|Death of an American poet|
By Hunter S. Thompson
Page 2 columnist
Editor's Note: Singer/songwriter Warren Zevon died of lung cancer Sunday night at the age of 56. To celebrate the life of his good friend, Page 2's Hunter S. Thompson offers this look back at a column he wrote about Zevon in May of 2001.
Warren Zevon arrived at my house on Saturday and said he was in the mood to write a few songs about Hockey. "Thank God you're home," he said. "I had to drive all night to get out of Utah without being locked up. What's wrong with those people?"
"What people?" I asked him.
"The ones over in Utah," he said nervously. "They've been following me ever since Salt Lake City. They pulled me over at some kind of police checkpoint and accused me of being a Sex Offender -- I was terrified. They even had a picture of me."
"Nonsense," I said. "They're doing that to a lot of people, these days. They're rounding up the Bigamists before the Olympics start. They don't want to be embarrassed in the eyes of the world again."
Warren seemed far too frantic to do any serious song-writing, so I tried to calm him down with some of the fresh Jimson tea I'd brewed up for the Holiday. I knew he was a rabid hockey fan, so I told him we could watch the Stanley Cup playoff game on TV pretty soon.
"Excellent," he said. "I have come to Love professional hockey. I watch it all the time on TV -- especially the Stanley Cup playoffs."
"Bless you, Doc," he said. "We can Watch the game together, and then write a song about it." He paused momentarily and reached again for the teapot.... "This is very exciting," he said eagerly. " I can hardly wait to see Patrick Roy in action. He is one of my personal heroes. Roy is the finest athlete in Sports now. I worship him."
I nodded, but said nothing. There was a far-away look in his eyes now, and he spoke in an oddly Dreamy voice. I could see that he had forgotten all about his troubles in Utah, and now he was jabbering happily....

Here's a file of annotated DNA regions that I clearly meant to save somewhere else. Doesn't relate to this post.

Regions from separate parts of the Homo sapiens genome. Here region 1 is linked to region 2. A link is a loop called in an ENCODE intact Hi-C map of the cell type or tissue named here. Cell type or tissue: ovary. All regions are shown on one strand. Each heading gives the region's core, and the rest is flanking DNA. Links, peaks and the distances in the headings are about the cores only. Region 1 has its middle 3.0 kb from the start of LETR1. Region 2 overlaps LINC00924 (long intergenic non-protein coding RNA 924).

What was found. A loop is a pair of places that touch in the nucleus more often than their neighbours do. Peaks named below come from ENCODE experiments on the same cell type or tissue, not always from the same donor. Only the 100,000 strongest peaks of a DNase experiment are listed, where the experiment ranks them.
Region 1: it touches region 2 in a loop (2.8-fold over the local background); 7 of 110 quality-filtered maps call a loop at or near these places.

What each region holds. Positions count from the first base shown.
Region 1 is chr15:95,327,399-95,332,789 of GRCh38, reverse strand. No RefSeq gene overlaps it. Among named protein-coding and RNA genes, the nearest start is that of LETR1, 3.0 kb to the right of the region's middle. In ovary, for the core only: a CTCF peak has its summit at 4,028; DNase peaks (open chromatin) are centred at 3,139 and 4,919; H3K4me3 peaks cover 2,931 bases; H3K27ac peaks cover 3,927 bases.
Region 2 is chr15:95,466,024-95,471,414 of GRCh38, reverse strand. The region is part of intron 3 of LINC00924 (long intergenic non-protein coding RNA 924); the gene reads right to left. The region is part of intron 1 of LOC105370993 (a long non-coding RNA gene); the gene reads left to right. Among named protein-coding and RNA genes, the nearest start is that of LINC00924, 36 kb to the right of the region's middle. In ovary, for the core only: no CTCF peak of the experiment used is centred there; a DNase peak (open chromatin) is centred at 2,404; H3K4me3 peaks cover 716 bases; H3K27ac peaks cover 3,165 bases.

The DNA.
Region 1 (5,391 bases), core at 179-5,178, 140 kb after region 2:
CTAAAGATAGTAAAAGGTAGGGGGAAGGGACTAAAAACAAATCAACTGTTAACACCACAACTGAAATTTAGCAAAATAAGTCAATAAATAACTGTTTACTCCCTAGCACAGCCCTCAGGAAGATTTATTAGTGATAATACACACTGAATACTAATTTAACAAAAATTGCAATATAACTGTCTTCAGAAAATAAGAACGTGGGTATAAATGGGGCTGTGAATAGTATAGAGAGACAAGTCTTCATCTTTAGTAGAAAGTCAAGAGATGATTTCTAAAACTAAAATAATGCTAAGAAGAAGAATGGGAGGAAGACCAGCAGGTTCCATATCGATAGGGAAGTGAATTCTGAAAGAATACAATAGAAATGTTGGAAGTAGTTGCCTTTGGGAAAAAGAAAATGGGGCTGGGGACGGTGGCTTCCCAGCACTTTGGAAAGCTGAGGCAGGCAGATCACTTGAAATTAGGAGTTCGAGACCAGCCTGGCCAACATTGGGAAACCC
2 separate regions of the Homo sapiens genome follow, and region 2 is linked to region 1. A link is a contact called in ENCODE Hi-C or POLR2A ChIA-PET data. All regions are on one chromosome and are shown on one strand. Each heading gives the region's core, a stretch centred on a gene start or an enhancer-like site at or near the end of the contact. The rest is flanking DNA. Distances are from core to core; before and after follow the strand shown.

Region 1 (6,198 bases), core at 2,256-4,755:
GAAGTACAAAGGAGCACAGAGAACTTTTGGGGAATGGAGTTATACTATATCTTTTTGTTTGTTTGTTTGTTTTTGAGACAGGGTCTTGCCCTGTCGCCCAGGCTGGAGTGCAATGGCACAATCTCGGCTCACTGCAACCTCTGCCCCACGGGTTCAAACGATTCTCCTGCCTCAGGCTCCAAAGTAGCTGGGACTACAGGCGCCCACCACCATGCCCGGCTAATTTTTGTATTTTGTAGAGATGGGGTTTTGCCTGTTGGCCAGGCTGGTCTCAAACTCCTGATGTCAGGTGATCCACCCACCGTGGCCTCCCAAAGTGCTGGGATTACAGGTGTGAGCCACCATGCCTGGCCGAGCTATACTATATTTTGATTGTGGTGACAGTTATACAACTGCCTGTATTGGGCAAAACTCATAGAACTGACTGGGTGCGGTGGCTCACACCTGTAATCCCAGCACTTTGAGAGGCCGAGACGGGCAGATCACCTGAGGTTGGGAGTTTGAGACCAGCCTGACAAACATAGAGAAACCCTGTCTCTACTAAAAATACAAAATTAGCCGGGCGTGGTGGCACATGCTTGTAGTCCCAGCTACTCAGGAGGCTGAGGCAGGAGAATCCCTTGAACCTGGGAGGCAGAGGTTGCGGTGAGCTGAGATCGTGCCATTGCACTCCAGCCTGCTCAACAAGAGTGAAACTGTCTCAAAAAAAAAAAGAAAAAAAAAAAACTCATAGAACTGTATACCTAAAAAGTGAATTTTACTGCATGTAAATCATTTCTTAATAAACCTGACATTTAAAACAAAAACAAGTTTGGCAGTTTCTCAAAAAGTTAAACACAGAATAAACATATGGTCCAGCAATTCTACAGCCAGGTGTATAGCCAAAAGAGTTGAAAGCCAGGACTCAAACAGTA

When the phone rang he ignored me and picked it up before I could get to it. "Patrick Roy fan club," he said. "Zevon speaking. We are ready for the game, here -- are you ready?" He laughed. "Are you a Bigamist? What? Don't lie to me, you yellow-bellied pervert!" Then he laughed again, and hung up.
"That will teach those Bigamists a lesson," he chuckled. "That fool will never call back!"
I jerked the phone away from him and told him to calm down. "You're starting to act weird," I told him. "Get a grip on yourself."
The game was the most dominating display of big time hockey either of us had ever seen. The Avalanche humiliated the favored defending champion N.J. Devils.
Patrick Roy got his shutout and "could have beaten N.J. all by himself," Zevon boasted. "He made midgets of us all. I will never forget this game. Our song will be called 'You're a Whole Different Person When You're Afraid.' "
Which proved to be true, when we played it back on his new-age Hugo machine 40 hours later.
Zevon is famous for his ability to stay awake for as long as it takes -- often for 85 or 90 straight hours. "I wrote 'Hit Somebody in 75 hours,' " he said, "and look what happened to that one."
Indeed. It rocketed to the top of the charts and was hailed as "the finest song ever written about hockey" by Rolling Stone and "Songs of the Rich and Famous."
He disappeared in the middle of the night, still without sleep -- saying he was headed to Indianapolis to write a song with Colts owner James Irsay, who just returned from buying Kerouac's original manuscript of "On The Road" for $2.43 million at Christie's Auction House in New York. Irsay is another one of Warren's heroes.
Warren is a profoundly mysterious man, and I have learned not to argue with him, about hockey or anything else. He is a dangerous drinker, and a whole different person when he's afraid.
Dr. Hunter S. Thompson's books include Hell's Angels, Fear and Loathing in Las Vegas, Fear and Loathing on the Campaign Trail '72, The Proud Highway, Better Than Sex and The Rum Diary. His new book, Fear and Loathing in America, has just been released. A regular contributor to various national and international publications, Thompson now lives in a fortified compound near Aspen, Colo. His column, "Hey, Rube," appears each Monday on Page 2.